A Short Note on Materials, techniques and biomedical applications

Author(s): Stephanie Mikos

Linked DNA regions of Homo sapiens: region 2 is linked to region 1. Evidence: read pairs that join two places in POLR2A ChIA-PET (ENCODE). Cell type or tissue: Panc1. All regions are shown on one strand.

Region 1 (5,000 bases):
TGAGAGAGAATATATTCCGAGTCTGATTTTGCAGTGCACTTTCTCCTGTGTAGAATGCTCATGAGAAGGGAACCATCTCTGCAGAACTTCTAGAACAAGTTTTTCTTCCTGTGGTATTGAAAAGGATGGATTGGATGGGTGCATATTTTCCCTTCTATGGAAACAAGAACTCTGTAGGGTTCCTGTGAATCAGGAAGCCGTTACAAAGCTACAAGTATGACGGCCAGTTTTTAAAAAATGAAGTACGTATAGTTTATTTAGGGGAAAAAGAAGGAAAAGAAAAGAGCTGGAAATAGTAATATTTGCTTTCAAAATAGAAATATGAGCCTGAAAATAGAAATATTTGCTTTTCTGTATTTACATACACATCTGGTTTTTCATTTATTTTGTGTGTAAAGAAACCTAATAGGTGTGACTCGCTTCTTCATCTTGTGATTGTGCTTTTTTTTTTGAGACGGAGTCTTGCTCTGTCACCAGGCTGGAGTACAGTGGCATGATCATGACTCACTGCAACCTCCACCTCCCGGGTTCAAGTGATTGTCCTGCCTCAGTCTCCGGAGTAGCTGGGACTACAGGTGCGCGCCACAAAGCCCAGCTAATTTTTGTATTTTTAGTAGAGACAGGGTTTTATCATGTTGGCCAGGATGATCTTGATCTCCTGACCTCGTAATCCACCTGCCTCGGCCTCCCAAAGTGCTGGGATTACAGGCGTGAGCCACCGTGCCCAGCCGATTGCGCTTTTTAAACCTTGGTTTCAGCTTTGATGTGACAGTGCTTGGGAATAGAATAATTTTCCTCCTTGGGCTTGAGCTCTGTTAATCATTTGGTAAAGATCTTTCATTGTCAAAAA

Due to their capacity to self-degrade within the body, biodegradable metals emerged as promising candidates for fracture fixation devices. The devices face the greatest difficulties in achieving a sufficient degradation rate in relation to bone healing and providing safe degradation by-products. Magnesium alloys are the subject of intense research due to their promising properties; however, the hydrogen evolution that occurs during corrosion in aqueous media prevents their use in biomedical devices. Comparing treated and untreated AZ91 alloys, this study examines how the low potential anodizing process affects surface topography, electrochemical response, hydrogen evolution, and cell attachment in basic media. The degradation rate is also evaluated using a comparative method of determining the electrochemical parameters. Magnesium oxide/hydroxide can be formed on the surface of anodized aluminum by electrochemically treating it at a low voltage in a 5 mol/L KOH solution. This magnesium oxide/hydroxide could serve as a barrier to slow down the material's degradation and, as a result, reduce the amount of hydrogen released. In turn, this treatment made it easier for MCT3T3 pre-osteoblastic cells and bovine embryonic fibroblasts (BEFs) to stick to the surface, indicating that it could be used in temporary implants.c